Picasso ceramics | Leona Craig Art

Ceramics, Picasso’s last wealth


In 1946, Picasso went to Paris, France to attend the opening ceremony of the painting. After the opening ceremony, he was invited by a friend to the famous ceramics town of Valloris in southern France to participate in a ceramic exhibition. At the ceramics exhibition, he greatly appreciated the works of the famous local pottery master Susan Hamier. After the exhibition, Mrs. Susan invited Picasso to visit her pottery workshop. At that time, Picasso pinched three ceramics. The following year, after Picasso participated in an exhibition in Paris, he wanted to see the effect of the three ceramics made in Madura at that time, so he took Matiss and Chagall to Madura. After seeing the effects of the three works, Picasso decided to stay on the spot. This stay was nearly thirty years.

In Picasso’s view, he was deeply afraid that after ten thousand years, his oil paintings would corrode because of the age, and ceramics, as long as the firing is stable, they can be preserved permanently. Therefore, in the last thirty years of Picasso’s artistic creation, he devoted his main creative energy to ceramic creation. The team of Picasso and Madura Pottery spent more than 20 years re-creating the ceramics and studying how to use the best clay and the best glaze to make the ceramics permanent. According to statistics, from 1947 to 1971, Picasso created more than 4,000 ceramic works, and among these more than 4,000 works, he selected 633 as limited works, each ranging from 25 to 500 pieces.

In the thirty years of Picasso’s ceramic creation, there are three main stages: the flat-painting period, the cubism, and the pottery period.

During the flat painting period, Picasso used the porcelain plates commonly used in the south of France as a canvas, depicting important goats, bullfights, and figures in his life on the plate. It is worth mentioning that many works by Picasso during this period were painted with Chinese brushes. It is reported that Mr. Zhang Daqian presented a set of Chinese writing brushes to him when he visited Picasso. He could quickly understand the characteristics of the writing brushes, use it to draw lines with vitality, and create works with oriental charm.

In the second period of ceramic creation, Picasso applied cubism to the creation of ceramics. Many cubist representatives often seen in oil paintings also appeared in his ceramics. “Jacqueline by the easel” is typical example. During this period, he even changed the jars in traditional vessels to transform various owls and women’s works.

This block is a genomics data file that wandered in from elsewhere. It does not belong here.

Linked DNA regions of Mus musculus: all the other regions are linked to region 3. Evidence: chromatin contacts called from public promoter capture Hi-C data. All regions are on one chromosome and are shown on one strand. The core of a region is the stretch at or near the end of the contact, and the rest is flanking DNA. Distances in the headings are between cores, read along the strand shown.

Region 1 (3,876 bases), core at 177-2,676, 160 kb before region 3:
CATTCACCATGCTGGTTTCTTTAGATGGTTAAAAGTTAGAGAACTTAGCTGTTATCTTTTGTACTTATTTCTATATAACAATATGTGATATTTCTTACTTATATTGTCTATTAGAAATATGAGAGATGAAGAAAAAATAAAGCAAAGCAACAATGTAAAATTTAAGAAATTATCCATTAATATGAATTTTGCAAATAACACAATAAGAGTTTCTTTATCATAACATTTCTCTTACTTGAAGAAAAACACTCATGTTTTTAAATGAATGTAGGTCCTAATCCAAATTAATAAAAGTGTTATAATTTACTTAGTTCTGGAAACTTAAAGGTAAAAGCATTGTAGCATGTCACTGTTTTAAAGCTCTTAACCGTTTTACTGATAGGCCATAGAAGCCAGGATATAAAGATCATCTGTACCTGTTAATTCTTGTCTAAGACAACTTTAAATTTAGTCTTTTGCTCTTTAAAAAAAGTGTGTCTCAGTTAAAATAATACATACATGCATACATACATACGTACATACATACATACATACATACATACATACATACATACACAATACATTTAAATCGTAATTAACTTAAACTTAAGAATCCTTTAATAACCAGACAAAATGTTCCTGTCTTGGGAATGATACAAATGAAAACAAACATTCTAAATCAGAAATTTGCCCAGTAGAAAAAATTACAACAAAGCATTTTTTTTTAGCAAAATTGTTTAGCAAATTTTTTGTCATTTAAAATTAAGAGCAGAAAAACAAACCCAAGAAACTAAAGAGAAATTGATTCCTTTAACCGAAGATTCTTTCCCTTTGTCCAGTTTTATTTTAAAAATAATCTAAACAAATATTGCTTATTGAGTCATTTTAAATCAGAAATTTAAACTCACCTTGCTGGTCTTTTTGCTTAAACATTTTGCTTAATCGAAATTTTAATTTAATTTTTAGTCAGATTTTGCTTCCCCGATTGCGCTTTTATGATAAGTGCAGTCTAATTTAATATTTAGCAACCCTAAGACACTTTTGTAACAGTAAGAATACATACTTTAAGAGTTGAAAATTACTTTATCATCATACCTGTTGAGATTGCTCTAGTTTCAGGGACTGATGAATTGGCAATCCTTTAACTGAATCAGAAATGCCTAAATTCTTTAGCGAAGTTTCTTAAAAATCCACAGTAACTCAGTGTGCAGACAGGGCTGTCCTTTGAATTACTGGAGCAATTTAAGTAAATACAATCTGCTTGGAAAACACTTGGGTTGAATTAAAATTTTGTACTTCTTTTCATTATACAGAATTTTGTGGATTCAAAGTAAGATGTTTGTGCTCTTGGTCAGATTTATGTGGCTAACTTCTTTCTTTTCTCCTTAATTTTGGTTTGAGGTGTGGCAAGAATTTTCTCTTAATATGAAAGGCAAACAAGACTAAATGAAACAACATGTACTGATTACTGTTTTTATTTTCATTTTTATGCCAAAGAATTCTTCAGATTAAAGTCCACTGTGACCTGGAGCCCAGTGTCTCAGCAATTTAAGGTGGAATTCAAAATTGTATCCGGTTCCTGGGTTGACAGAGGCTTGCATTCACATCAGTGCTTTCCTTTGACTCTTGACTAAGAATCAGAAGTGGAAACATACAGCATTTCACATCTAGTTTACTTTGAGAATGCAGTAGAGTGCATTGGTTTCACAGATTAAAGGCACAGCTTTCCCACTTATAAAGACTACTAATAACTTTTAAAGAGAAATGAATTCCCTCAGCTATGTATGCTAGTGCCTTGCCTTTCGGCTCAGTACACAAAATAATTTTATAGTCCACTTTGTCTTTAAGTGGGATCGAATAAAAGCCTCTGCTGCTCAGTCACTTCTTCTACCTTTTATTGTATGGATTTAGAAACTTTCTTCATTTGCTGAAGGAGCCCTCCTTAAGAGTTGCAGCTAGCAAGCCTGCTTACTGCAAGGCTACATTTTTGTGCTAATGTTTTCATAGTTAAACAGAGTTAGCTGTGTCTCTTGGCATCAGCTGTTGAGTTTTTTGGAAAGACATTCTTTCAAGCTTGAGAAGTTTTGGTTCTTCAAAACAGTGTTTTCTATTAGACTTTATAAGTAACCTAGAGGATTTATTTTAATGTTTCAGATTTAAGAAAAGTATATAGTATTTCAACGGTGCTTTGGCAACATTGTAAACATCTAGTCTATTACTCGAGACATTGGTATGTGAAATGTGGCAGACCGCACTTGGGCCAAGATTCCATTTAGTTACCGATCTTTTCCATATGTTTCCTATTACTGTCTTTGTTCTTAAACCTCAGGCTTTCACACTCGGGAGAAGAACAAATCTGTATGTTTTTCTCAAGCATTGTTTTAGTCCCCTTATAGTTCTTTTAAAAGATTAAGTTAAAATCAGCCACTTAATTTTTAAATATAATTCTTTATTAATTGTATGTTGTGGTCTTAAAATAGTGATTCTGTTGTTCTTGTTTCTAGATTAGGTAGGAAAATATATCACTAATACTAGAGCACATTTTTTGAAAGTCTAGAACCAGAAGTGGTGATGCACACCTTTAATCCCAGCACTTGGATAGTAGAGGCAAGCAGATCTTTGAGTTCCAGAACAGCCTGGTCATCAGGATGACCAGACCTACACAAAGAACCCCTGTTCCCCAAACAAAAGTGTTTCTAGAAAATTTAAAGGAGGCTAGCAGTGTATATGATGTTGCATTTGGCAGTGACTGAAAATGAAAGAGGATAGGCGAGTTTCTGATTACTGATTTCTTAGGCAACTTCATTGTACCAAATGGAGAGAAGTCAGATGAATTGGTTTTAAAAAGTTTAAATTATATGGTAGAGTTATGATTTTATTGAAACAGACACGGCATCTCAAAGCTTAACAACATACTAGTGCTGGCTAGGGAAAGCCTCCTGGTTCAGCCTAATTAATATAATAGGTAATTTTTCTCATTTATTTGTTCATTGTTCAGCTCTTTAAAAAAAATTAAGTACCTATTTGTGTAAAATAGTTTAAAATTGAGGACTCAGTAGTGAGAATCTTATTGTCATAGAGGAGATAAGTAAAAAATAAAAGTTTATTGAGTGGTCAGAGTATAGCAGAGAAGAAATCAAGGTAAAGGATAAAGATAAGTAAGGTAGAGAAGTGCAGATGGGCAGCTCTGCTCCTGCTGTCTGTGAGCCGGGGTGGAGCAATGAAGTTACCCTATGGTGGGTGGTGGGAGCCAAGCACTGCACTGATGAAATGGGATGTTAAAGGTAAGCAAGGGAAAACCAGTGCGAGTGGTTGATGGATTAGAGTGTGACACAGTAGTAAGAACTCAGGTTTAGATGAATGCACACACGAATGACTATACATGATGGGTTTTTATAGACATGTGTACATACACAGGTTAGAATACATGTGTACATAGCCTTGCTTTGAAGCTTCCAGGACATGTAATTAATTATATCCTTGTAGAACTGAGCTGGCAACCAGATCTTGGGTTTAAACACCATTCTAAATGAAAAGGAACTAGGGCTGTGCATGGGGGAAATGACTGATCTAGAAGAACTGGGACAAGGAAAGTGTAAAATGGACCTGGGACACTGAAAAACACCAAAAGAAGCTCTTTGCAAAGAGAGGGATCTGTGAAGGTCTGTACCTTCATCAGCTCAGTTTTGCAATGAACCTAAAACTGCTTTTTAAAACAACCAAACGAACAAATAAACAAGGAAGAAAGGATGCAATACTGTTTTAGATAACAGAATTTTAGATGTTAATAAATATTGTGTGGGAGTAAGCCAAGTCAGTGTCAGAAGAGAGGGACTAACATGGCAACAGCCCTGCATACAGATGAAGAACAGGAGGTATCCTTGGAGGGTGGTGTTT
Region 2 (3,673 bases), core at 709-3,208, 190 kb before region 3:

In the third period, which is also the most important period in Picasso’s ceramic creation, he tried to shape the sculptures himself, and started real ceramic creation. “Head of a Woman Wearing a Corolla”, “Owl” and “Smile with a Smile” are representative works of this period. Picasso integrated sculpture, painting and pottery into one, and created pieces of unique art with fire. In this period, fire became Picasso’s new creative challenge. He wanted to conquer the fire and drive the magical effects of ceramics in different temperature changes.

In recent years, Picasso’s ceramics have received strong attention from the market. Picasso’s son Claude held a large-scale ceramic exhibition of his father at the Royal Academy of Arts in London and the Metropolitan Museum of New York. France, Madrid, Rome and other world-renowned museums have held Picasso ceramics special exhibitions. The head of Sotheby’s Europe said: “Picasso ceramics provide collectors with an opportunity to own original works of the artist. Many buyers will be attracted by these works because each work has a very obvious ‘Picasso’ symbol, It fulfilled Picasso’s dream of ‘anyone can own one of his works’. “


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